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Unit 3 Lesson 5: Student Handout 4 - Descriptions of Nomadic Peoples in

the Written Record

Document 1: Pastoralism in China, 100 BC/BCE

Document 2: Mesopotamia, From a poets tale of the marriage between the Goddess Innana and
the God Damuzi (2nd Millennium BC/BCE)

Document 3: During the second millennia BC/BCE, a pastoral group from Inner-Eurasia (see Map
II), invaded the Indus River Valley. They brought with them a language known as Sanskrit part of a
larger language family known as Indo-European, the same language family that English and other
European languages developed from. They also brought with them prayers and hymns priests
would chant before battle. After they had settled down and developed their own form of writing,
these hymns were written down in a book called the Rigveda.
1. His face is like a thundercloud, when the armored warrior goes into the lap of battles.
Conquer with an unwounded body; let the power of the armor keep you safe. [He is calling for
protection by the metal and leather armor he wears and by the sacred power of the hymn.]
2. With the bow let us win cows, with the bow let us win the contest and violent battles with the bow.
The bow ruins the enemies pleasure.
3. She [the bow] comes all the way up to your ear like a woman who wishes to say something,
embracing her dear friend; humming like a woman, the bowstring stretched tight on the bow carriers
you safely across in the battle. . . .
4. These two who go forward like a woman going to an encounter hold the arrow in their lap as a
mother holds a son. Let the two bow-tips, working together, pierce our enemies and scatter our foes.
5. Standing in the chariot, the skillful charioteer drives his prize-winning horses forward wherever he
wishes to go. Praise the power of the reins: the guides follow the mind that is behind them.

Neighing violently, the horses with their showering hoofs outstrip everyone with their chariots.
Trampling down the foes with the tips of their hoofs, they destroy their enemies without veering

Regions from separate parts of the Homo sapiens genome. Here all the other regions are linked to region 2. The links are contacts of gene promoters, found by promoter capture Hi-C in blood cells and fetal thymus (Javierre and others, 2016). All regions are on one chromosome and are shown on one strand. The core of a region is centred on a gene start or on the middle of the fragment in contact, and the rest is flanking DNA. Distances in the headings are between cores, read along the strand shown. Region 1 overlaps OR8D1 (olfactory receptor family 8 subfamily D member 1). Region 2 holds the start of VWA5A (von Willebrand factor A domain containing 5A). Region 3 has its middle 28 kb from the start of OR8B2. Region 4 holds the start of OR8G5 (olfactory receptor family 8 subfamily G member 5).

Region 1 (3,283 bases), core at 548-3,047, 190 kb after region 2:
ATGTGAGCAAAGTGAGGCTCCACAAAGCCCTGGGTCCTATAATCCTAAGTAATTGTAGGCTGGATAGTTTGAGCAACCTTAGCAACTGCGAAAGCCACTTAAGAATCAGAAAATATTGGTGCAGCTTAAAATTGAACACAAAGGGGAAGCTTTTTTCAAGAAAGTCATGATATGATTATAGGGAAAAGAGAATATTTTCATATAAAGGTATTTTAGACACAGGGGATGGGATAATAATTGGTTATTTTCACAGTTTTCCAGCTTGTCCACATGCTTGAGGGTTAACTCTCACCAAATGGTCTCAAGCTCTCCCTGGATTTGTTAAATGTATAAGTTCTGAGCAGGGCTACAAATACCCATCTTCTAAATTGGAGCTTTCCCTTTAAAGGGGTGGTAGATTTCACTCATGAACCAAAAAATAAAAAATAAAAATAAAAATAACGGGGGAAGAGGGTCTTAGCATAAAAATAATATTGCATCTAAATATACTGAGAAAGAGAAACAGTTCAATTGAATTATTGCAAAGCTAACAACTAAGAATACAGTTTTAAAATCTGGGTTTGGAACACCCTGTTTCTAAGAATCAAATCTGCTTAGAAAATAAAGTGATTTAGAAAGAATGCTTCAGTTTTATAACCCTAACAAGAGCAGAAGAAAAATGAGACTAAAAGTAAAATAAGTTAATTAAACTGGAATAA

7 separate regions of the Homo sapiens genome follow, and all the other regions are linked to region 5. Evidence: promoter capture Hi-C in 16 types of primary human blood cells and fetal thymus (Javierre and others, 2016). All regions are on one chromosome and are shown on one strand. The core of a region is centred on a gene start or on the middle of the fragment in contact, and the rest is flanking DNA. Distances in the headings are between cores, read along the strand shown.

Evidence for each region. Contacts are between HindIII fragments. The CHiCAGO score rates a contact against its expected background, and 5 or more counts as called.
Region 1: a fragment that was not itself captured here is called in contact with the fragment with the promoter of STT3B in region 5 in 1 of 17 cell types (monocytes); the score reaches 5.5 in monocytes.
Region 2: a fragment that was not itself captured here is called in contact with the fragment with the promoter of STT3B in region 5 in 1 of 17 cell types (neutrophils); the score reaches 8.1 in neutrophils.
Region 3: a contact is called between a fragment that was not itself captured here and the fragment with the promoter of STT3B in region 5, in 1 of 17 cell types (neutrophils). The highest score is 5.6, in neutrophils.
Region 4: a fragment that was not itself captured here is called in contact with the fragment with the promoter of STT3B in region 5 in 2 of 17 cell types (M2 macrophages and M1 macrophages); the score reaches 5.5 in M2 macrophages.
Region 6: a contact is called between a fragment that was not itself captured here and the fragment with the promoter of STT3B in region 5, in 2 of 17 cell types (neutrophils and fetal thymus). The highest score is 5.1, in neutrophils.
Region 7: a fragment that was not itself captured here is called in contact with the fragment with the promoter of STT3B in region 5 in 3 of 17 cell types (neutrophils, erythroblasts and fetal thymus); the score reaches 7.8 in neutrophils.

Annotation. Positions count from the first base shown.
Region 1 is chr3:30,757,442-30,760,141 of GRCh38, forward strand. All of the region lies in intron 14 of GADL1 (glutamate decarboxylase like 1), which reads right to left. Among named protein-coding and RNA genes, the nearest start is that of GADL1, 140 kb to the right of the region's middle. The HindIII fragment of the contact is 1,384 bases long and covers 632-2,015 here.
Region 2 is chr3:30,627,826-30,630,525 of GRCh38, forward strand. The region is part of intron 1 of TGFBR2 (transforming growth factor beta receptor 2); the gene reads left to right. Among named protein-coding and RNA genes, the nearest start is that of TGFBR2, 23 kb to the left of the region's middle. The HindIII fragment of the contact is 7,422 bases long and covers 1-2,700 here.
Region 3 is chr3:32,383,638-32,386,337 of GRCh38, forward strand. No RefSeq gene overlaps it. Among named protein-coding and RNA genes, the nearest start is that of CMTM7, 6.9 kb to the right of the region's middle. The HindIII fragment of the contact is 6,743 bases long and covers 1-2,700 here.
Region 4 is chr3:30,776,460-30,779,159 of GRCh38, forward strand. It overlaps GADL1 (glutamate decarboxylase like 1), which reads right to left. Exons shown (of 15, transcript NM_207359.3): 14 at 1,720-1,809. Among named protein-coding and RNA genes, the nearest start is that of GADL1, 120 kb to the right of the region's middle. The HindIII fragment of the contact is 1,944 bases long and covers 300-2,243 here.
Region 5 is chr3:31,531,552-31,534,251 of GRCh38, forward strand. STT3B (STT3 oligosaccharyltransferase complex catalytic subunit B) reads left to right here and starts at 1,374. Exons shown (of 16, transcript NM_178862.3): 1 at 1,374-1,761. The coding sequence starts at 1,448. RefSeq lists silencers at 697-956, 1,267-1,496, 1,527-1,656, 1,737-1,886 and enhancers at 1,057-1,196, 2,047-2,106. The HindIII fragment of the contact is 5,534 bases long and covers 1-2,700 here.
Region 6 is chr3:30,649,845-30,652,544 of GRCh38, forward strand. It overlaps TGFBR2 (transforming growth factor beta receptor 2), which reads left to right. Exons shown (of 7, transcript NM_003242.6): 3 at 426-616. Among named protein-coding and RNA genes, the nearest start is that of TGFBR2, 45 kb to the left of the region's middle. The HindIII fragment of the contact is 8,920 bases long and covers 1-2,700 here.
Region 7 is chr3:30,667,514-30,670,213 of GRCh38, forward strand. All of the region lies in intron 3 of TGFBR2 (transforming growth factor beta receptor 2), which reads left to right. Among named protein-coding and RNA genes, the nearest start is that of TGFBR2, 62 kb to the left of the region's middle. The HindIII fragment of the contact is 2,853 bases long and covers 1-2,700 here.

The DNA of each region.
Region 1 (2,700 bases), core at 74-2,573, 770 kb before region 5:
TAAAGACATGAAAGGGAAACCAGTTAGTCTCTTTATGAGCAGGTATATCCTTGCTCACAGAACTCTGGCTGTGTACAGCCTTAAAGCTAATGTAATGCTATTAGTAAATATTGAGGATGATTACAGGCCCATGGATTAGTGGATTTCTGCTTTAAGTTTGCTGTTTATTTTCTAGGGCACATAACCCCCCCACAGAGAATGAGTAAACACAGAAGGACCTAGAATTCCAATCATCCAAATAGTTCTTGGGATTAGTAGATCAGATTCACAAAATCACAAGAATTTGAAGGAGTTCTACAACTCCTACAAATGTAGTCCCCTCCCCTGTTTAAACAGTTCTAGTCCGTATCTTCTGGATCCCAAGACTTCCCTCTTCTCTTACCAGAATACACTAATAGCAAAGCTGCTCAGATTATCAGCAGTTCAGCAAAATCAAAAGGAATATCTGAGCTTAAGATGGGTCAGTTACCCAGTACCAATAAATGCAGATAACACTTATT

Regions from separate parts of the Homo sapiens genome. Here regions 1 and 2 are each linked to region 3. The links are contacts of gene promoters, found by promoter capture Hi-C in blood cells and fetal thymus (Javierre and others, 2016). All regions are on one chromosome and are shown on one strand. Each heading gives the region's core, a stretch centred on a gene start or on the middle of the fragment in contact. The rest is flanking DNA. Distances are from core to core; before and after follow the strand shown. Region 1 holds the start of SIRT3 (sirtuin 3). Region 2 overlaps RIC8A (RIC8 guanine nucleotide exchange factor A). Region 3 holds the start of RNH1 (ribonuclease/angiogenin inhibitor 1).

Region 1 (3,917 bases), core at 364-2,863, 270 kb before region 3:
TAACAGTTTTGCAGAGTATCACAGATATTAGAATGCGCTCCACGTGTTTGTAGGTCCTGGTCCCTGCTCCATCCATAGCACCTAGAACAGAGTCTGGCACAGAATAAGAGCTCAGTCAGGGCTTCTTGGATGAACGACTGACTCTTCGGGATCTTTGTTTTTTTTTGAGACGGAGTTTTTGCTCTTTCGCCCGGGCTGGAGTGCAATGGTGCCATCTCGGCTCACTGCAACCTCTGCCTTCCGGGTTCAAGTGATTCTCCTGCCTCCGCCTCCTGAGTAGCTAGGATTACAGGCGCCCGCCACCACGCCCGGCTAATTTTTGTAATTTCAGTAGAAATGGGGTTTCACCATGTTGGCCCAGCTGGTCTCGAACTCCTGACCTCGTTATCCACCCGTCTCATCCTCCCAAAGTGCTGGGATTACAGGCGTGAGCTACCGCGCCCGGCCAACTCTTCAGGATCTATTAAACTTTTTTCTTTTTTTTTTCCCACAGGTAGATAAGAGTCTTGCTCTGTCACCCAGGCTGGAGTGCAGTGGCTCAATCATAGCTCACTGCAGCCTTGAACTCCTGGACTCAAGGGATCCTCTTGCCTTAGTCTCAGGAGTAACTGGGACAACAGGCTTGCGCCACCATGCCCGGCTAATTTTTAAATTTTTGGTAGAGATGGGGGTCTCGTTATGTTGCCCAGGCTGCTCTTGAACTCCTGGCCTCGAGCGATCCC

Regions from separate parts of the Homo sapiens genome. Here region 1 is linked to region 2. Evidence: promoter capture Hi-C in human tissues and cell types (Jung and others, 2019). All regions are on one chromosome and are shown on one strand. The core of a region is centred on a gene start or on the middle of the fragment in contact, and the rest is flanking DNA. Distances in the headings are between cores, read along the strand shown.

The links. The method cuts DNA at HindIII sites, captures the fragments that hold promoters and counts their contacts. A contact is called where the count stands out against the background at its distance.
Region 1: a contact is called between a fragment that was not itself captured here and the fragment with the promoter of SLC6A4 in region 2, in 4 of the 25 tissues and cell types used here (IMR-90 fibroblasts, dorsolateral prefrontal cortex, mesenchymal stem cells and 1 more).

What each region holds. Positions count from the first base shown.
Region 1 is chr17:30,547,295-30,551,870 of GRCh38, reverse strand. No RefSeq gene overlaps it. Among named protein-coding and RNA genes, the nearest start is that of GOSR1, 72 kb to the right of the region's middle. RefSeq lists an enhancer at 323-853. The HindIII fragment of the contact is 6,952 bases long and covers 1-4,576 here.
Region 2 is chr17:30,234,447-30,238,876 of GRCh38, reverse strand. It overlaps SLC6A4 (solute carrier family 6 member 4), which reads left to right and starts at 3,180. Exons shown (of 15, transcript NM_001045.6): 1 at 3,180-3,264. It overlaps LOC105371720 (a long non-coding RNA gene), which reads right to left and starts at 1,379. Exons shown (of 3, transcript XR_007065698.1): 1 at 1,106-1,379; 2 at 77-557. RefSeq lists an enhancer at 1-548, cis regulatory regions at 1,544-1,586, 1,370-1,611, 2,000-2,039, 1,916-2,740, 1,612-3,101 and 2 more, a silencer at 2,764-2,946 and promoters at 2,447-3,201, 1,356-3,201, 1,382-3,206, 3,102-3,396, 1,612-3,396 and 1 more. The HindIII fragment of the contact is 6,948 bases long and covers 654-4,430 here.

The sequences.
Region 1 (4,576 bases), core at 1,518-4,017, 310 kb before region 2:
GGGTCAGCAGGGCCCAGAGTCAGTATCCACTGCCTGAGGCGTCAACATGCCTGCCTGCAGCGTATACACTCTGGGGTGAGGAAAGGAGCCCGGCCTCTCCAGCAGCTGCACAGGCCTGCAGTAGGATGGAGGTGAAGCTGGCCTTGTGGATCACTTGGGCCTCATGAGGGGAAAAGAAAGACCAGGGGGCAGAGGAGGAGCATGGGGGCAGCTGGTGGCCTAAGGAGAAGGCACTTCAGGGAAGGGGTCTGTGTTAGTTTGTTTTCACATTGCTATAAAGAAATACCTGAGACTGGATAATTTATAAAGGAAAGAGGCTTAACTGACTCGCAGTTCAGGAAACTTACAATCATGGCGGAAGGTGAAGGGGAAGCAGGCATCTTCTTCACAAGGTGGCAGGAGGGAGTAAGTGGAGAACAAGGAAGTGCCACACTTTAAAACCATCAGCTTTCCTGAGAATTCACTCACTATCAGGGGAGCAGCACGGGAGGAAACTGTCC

away. . . .

7. Her [the arrows] robe is an eagle, and her tooth is a deer; bound with cows, she flies as she is sent
forward. Let the arrows give us shelter wherever men run together and run separately. [The arrow is
robed with eagle feathers, tipped with deer-horn and bound with leather thongs.]
8. Spare us, O weapon flying true to its mark; let our body be stone. . . .
9. He beats them on the back and strikes them on the haunches. O whip the horses, drive forward into
battle the horses who sense what is ahead. . . .

10. Whoever would harm us, whether it be one of our own people, or a stranger, or someone from far
away, let all the gods ruin him. My inner armor is prayer.
Source: http://worldhistoryforusall.sdsu.edu/units/three/landscape/03_landscape4.pdf

Document 4:

Pastoral Nomadic groups thought of themselves as blood

brothers, committed to live and die for their tribe. Their society
was patriarchal, and men owned the herds. These cowboys of
the ancient world loved riding and racing horses, hunting,
wrestling, and archery.
Warfare was even more important for pastoral nomads than it
had been for earlier pastoralists because of rising population and
more competition for grazing land. Nomads had to be ready to
fight at a moments notice.
--Jean Elliott Johnson and Donald James Johnson (2000) The Human Drama, p. 85.